This week’s review features the sequel to Openly Straight by Stonewall and Lambda Award-winning author Bill Konigsberg. Honestly Ben stands out for its achievement of more than one of ALSC’s Core Values (collaboration, excellence, inclusiveness, innovation, integrity and respect, leadership and responsiveness), but it especially shines for the inclusive way Konigsberg explores the complexity of identity. Stop by the Butler Center to take a look at our advanced reader’s copy of Honestly Ben.

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Honestly Ben by Bill Konigsberg (Scholastic/Arthur A. Levine, 2017)

After winter break, Ben Carver returns to his boarding school still feeling betrayed by his ex-best friend Rafe who kept a big secret from him. Last semester Ben’s Calculus grade slipped to an unacceptable C-, when his social life got out of hand. With his father’s approval and a prestigious scholarship at stake, Ben is determined to leave Rafe in the past and focus on returning his GPA to perfection. However, his unresolved feelings for Rafe come back to haunt him as he develops a connection with an outspoken girl named Hannah. Ben struggles to understand his feelings and make sense of his identity in a society that demands he choose from labels that don’t fit him.

Companion novel to Openly Straight, Honestly Ben continues the story of Rafe and Ben from Ben’s perspective. Although the book takes place after Openly Straight, Ben’s narration provides enough context and setting that new readers can easily follow the story.  The characters are well-developed and flawed, often for a lack of awareness of their own privilege. Still, Ben, Rafe, and their friends remain lovable and sympathetic. Plenty of humor keeps the story engaging too. Konigsberg explores the themes of identity, honesty, and bravery in a thought-provoking way without offering easy answers to readers. Honestly Ben deserves an A+. This must-read book for teens is a necessary addition to the library’s young adult collection.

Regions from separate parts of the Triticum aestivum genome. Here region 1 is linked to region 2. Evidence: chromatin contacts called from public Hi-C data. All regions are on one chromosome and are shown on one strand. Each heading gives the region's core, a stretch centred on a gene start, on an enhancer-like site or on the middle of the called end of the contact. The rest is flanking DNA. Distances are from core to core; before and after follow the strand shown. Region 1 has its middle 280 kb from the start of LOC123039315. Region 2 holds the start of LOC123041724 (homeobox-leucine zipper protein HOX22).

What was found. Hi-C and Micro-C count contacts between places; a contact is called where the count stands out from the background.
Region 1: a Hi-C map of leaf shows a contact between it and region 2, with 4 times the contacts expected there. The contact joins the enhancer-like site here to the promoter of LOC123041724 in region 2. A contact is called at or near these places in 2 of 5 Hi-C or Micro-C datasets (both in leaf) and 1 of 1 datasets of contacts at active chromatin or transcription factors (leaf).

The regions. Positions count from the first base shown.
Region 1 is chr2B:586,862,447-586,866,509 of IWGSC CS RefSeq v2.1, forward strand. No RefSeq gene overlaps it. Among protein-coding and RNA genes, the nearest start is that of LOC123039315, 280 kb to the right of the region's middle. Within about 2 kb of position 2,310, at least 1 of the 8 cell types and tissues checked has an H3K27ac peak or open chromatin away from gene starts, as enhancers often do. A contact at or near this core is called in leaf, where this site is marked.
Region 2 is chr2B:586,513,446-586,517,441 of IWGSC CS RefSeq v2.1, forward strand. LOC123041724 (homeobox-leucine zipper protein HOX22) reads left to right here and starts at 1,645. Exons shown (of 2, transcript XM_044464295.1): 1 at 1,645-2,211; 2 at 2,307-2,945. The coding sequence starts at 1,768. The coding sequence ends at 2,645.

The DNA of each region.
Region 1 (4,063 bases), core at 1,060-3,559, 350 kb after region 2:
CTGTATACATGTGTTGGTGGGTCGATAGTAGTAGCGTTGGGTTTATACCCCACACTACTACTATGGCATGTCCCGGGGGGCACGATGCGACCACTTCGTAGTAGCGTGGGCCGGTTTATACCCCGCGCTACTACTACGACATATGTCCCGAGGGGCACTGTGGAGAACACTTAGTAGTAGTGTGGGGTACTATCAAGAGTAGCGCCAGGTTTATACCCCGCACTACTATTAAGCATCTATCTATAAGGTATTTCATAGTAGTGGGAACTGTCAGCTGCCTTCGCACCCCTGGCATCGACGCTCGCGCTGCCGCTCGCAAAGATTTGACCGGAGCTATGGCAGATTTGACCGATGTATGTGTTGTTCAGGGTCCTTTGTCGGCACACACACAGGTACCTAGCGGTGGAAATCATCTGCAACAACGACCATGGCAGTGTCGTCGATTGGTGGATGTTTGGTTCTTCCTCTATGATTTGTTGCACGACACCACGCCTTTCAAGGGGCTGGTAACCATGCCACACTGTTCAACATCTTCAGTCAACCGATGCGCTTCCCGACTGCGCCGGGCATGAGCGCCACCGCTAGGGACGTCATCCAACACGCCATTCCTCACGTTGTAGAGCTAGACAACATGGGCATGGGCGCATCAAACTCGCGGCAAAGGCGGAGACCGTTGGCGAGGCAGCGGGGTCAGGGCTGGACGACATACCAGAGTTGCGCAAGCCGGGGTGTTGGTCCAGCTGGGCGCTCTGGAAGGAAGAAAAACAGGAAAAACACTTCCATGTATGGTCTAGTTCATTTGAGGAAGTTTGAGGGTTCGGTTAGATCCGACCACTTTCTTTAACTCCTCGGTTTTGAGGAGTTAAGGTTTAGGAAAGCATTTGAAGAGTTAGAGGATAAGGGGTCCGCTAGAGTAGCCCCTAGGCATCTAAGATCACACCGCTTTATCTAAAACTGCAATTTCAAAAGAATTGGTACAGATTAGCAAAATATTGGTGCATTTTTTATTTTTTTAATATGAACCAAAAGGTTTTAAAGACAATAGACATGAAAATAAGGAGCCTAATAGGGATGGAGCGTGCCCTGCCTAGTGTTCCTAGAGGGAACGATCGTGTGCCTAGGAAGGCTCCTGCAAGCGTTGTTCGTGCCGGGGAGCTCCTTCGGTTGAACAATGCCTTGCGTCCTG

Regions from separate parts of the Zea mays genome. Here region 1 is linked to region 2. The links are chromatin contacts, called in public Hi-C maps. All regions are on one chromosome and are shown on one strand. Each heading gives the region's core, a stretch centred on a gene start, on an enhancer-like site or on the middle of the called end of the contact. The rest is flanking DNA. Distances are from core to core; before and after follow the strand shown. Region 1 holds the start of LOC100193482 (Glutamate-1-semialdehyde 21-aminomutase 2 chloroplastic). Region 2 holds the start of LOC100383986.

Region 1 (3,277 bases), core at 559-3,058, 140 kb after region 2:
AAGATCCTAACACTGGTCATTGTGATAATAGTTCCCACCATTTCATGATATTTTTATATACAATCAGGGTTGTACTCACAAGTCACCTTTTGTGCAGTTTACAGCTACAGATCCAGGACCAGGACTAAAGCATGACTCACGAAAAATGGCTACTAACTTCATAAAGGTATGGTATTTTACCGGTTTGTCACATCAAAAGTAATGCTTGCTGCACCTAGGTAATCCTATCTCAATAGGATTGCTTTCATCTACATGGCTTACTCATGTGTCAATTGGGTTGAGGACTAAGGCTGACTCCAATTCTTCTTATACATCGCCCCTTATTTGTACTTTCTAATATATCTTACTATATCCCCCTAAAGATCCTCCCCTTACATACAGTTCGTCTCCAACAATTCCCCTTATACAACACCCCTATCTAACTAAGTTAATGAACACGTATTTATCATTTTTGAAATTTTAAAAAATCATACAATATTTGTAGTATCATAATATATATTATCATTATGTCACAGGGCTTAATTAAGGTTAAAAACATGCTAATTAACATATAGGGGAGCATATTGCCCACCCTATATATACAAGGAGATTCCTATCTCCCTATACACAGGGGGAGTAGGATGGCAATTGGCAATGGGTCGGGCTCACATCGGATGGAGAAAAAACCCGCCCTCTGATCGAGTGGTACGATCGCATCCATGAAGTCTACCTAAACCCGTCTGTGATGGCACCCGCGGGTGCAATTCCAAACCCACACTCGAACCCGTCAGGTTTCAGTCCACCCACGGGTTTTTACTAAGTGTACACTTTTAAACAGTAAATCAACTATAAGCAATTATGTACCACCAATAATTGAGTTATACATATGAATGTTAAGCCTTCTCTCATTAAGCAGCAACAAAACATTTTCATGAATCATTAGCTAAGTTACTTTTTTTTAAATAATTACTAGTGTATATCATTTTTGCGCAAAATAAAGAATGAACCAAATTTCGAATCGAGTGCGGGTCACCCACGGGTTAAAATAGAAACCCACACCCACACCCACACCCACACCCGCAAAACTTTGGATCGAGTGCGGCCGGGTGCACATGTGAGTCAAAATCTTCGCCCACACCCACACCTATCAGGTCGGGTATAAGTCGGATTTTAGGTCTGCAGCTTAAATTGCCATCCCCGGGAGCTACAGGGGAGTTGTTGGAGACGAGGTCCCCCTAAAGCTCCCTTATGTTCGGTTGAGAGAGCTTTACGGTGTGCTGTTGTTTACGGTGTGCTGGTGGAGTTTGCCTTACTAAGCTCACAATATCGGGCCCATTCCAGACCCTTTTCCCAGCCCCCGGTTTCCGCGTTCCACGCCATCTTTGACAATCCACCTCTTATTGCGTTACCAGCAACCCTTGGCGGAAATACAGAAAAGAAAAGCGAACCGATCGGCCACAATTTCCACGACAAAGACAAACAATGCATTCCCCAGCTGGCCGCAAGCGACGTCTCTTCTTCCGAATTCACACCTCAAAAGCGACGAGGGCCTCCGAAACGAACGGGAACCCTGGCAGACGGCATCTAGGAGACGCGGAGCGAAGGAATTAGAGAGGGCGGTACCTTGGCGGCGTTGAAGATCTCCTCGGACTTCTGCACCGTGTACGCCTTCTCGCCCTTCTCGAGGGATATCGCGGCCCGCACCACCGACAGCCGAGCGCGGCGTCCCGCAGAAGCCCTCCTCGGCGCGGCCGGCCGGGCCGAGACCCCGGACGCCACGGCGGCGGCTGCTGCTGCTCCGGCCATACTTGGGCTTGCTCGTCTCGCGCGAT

March B3 – Butler Book Banter

After a great group discussion on our featured Mock CaldeNott books for the February B3, we are already preparing for our upcoming March B3. It’s right around the corner on March 1st and we will be exploring gender identity. All of the books we are recommending were either featured on the 2017 Rainbow Book List or are part of our 2017 collection. You can also check out a couple of our past blog posts featuring Newsprints and If I Was Your Girl.

Join us in the Butler Center on Wednesday, March 1st from 5:30 – 7:00 p.m. (books and snacks out at 5:30 p.m., discussion at 6pm). We look forward to seeing you in March!

Picture Books

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Big Bob, Little Bob by James Howe, illus. Laura Ellen Anderson (Candlewick, 2016)

Graphic Novels
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Young Adult